The long 18th century and material technologies

If you take even a casual look at American history, you will see that major social changes commenced in about 1830–e.g., the Abolitionist movement, Nat Turner’s revolt, first-wave feminism, the 2nd Great Awakening. Why? One major factor was improved transportation. The Erie Canal opened up the Midwest and made New York the largest and richest city in America. Train travel was another factor. People moved around more, spread ideas and technologies, etc. The roads and trails for conventional travel were also improved. The Oregon Trail started taken wagon traffic in 1836.

Looking deeper, we can ask how the Erie Canal (completed in 1825) and the railroads came into being, or the preconditions for these innovations. One essential element was iron ore. The canal, the railroads, and the trains themselves were made possible by iron technology. Try digging the Erie Canal with wooden shovels or sharp rocks.

Another factor was the invention and spread of telegraphy, which used the railroad right-of-ways even though these strips of land were not cleared for this purpose. Another metal, copper, was essential to telegraphy. And, of course, large scale copper mining depended on iron and steel (an alloy of iron and carbon) tools and machinery.

Starting in about 1820, coke from coal replaced charcoal in the iron smelting process. The Erie Canal and the railroads soon brought iron ore east to New York and Pennsylvania.

These technologies were actants in an assemblage (see Latour, DeLanda, and others). And the assemblage facilitated more and faster communication. This is the connection to social systems theory. Social and psychic systems structurally couple with all kinds of technology and material artifacts. Or we might say that communication enlists psychic systems and materials technologies to promote its own autopoiesis.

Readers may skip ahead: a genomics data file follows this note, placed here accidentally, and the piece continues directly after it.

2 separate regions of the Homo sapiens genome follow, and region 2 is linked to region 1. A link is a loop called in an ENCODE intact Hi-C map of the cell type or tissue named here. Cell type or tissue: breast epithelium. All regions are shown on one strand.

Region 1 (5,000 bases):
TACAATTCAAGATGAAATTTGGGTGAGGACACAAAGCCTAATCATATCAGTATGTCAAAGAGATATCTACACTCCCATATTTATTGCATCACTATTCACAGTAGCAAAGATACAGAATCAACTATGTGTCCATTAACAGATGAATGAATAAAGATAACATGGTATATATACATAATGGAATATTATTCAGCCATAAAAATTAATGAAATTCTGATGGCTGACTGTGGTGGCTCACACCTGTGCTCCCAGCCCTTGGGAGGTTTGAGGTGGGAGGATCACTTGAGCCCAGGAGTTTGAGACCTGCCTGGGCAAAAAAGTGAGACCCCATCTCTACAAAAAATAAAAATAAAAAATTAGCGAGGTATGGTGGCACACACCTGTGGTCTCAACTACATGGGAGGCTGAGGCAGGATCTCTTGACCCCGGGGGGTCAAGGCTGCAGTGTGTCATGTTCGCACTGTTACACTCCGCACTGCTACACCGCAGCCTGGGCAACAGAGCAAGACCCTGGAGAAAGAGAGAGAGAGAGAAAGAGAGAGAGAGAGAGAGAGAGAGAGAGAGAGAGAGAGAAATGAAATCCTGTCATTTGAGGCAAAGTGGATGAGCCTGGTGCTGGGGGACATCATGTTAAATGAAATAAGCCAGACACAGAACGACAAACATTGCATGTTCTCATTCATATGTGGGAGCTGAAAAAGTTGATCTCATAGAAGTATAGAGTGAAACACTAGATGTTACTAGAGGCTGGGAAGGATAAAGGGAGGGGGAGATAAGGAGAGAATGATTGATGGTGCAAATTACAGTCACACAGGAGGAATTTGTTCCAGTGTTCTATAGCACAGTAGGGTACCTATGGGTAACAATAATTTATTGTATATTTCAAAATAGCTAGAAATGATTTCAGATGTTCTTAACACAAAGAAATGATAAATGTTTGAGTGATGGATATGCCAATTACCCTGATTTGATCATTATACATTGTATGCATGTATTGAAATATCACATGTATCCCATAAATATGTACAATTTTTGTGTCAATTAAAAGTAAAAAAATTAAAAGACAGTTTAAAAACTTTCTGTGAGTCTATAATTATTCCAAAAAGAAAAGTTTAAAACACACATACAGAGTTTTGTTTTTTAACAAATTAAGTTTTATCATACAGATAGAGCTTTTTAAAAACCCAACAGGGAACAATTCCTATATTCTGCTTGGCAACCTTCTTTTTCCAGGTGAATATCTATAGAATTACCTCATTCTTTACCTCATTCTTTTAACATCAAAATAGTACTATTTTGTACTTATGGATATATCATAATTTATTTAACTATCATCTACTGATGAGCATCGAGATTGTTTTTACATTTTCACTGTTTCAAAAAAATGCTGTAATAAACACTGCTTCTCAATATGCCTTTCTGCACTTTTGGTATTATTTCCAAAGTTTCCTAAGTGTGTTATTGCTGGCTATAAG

The so-called Long Eighteenth Century has been dated from as early as 1660 to as late as 1832. (Dejean, J. (2012). A Long Eighteenth Century? What Eighteenth Century? PMLA,127(2), 317-320). 1688, the year of the Glorious Revolution, is the standard beginning of this era. This is basically the period when functional differentiation emerged and became irreversible.

In England, the 1832 Reform Act marked the end of the long 18th century for some scholars. Another year cited is 1815, the year of the Battle of Waterloo. But rather than focusing on landmark battles or political events, we might look more closely at social change, looking particularly at material technologies.


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